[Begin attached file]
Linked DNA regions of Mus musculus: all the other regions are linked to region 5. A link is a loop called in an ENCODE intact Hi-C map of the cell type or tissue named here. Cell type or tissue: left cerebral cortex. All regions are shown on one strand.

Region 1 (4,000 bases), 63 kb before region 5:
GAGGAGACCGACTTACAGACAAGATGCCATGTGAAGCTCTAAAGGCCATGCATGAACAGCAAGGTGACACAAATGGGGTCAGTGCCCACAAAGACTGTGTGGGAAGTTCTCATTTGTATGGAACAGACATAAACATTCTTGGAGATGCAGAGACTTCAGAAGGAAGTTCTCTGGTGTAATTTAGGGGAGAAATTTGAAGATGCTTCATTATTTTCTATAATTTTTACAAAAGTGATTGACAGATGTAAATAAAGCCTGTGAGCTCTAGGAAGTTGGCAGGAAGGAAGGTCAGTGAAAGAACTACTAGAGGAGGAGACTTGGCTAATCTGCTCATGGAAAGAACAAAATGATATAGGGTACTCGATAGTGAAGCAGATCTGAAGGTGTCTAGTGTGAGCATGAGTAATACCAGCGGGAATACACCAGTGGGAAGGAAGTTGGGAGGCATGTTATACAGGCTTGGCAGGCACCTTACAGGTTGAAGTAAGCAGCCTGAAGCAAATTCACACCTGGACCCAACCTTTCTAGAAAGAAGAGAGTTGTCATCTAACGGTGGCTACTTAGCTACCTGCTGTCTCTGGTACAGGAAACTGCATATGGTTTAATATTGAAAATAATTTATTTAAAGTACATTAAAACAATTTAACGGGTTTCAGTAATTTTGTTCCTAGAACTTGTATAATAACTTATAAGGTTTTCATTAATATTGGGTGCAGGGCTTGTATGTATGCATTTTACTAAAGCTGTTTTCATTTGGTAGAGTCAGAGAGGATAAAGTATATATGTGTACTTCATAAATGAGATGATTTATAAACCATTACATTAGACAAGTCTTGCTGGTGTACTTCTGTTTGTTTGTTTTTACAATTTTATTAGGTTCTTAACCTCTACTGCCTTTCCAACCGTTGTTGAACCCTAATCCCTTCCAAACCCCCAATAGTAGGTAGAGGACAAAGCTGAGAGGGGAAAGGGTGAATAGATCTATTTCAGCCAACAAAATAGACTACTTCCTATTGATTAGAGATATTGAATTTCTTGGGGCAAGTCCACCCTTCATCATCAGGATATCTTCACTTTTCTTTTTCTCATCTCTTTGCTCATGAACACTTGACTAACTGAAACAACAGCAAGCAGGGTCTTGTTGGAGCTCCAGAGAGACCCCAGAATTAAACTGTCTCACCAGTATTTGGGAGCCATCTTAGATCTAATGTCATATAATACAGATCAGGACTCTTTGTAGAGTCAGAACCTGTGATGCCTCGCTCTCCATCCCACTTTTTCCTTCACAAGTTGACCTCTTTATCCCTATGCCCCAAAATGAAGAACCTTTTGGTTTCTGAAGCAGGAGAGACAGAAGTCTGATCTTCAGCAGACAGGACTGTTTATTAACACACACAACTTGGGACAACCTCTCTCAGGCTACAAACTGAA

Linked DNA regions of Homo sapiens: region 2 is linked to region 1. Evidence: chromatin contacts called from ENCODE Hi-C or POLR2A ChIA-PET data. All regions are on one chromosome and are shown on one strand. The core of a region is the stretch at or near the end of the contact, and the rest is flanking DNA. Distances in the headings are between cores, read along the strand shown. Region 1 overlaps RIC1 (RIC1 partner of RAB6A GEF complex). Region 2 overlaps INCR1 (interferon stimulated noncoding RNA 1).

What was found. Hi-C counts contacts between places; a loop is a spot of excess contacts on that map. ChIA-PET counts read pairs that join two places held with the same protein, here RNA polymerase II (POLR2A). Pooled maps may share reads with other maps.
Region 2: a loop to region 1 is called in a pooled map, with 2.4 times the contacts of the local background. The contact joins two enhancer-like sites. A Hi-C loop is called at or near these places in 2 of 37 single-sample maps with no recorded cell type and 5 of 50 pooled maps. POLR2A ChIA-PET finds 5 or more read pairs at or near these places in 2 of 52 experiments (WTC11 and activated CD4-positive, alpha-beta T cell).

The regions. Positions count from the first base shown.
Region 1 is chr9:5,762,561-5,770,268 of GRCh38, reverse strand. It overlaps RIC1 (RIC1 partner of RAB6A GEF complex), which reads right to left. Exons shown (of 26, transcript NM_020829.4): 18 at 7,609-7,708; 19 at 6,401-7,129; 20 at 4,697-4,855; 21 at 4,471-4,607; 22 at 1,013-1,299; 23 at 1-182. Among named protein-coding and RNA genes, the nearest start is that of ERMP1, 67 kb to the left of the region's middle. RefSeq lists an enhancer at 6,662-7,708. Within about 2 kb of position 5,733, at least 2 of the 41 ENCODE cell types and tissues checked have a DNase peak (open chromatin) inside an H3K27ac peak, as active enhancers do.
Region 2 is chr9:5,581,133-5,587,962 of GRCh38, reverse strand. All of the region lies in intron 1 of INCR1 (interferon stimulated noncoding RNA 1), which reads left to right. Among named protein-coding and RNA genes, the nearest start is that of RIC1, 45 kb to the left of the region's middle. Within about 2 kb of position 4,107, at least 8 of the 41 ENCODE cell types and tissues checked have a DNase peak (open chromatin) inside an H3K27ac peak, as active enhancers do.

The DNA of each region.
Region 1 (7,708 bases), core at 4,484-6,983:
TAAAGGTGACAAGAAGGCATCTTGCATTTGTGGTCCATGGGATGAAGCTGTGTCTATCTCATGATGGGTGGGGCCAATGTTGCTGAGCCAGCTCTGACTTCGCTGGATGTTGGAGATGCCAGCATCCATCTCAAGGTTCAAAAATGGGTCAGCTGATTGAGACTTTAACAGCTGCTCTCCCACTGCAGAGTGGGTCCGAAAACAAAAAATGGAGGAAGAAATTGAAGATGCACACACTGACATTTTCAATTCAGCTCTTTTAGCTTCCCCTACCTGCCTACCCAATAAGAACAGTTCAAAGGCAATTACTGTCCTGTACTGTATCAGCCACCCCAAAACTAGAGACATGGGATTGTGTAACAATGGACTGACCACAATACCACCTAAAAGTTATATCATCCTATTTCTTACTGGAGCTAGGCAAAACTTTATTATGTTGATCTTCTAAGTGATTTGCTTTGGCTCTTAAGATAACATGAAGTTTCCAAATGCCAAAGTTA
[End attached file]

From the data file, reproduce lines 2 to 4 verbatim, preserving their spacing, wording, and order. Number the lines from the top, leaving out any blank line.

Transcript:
Region 1 (4,000 bases), 63 kb before region 5:
GAGGAGACCGACTTACAGACAAGATGCCATGTGAAGCTCTAAAGGCCATGCATGAACAGCAAGGTGACACAAATGGGGTCAGTGCCCACAAAGACTGTGTGGGAAGTTCTCATTTGTATGGAACAGACATAAACATTCTTGGAGATGCAGAGACTTCAGAAGGAAGTTCTCTGGTGTAATTTAGGGGAGAAATTTGAAGATGCTTCATTATTTTCTATAATTTTTACAAAAGTGATTGACAGATGTAAATAAAGCCTGTGAGCTCTAGGAAGTTGGCAGGAAGGAAGGTCAGTGAAAGAACTACTAGAGGAGGAGACTTGGCTAATCTGCTCATGGAAAGAACAAAATGATATAGGGTACTCGATAGTGAAGCAGATCTGAAGGTGTCTAGTGTGAGCATGAGTAATACCAGCGGGAATACACCAGTGGGAAGGAAGTTGGGAGGCATGTTATACAGGCTTGGCAGGCACCTTACAGGTTGAAGTAAGCAGCCTGAAGCAAATTCACACCTGGACCCAACCTTTCTAGAAAGAAGAGAGTTGTCATCTAACGGTGGCTACTTAGCTACCTGCTGTCTCTGGTACAGGAAACTGCATATGGTTTAATATTGAAAATAATTTATTTAAAGTACATTAAAACAATTTAACGGGTTTCAGTAATTTTGTTCCTAGAACTTGTATAATAACTTATAAGGTTTTCATTAATATTGGGTGCAGGGCTTGTATGTATGCATTTTACTAAAGCTGTTTTCATTTGGTAGAGTCAGAGAGGATAAAGTATATATGTGTACTTCATAAATGAGATGATTTATAAACCATTACATTAGACAAGTCTTGCTGGTGTACTTCTGTTTGTTTGTTTTTACAATTTTATTAGGTTCTTAACCTCTACTGCCTTTCCAACCGTTGTTGAACCCTAATCCCTTCCAAACCCCCAATAGTAGGTAGAGGACAAAGCTGAGAGGGGAAAGGGTGAATAGATCTATTTCAGCCAACAAAATAGACTACTTCCTATTGATTAGAGATATTGAATTTCTTGGGGCAAGTCCACCCTTCATCATCAGGATATCTTCACTTTTCTTTTTCTCATCTCTTTGCTCATGAACACTTGACTAACTGAAACAACAGCAAGCAGGGTCTTGTTGGAGCTCCAGAGAGACCCCAGAATTAAACTGTCTCACCAGTATTTGGGAGCCATCTTAGATCTAATGTCATATAATACAGATCAGGACTCTTTGTAGAGTCAGAACCTGTGATGCCTCGCTCTCCATCCCACTTTTTCCTTCACAAGTTGACCTCTTTATCCCTATGCCCCAAAATGAAGAACCTTTTGGTTTCTGAAGCAGGAGAGACAGAAGTCTGATCTTCAGCAGACAGGACTGTTTATTAACACACACAACTTGGGACAACCTCTCTCAGGCTACAAACTGAA

Linked DNA regions of Homo sapiens: region 2 is linked to region 1. Evidence: chromatin contacts called from ENCODE Hi-C or POLR2A ChIA-PET data. All regions are on one chromosome and are shown on one strand. The core of a region is the stretch at or near the end of the contact, and the rest is flanking DNA. Distances in the headings are between cores, read along the strand shown. Region 1 overlaps RIC1 (RIC1 partner of RAB6A GEF complex). Region 2 overlaps INCR1 (interferon stimulated noncoding RNA 1).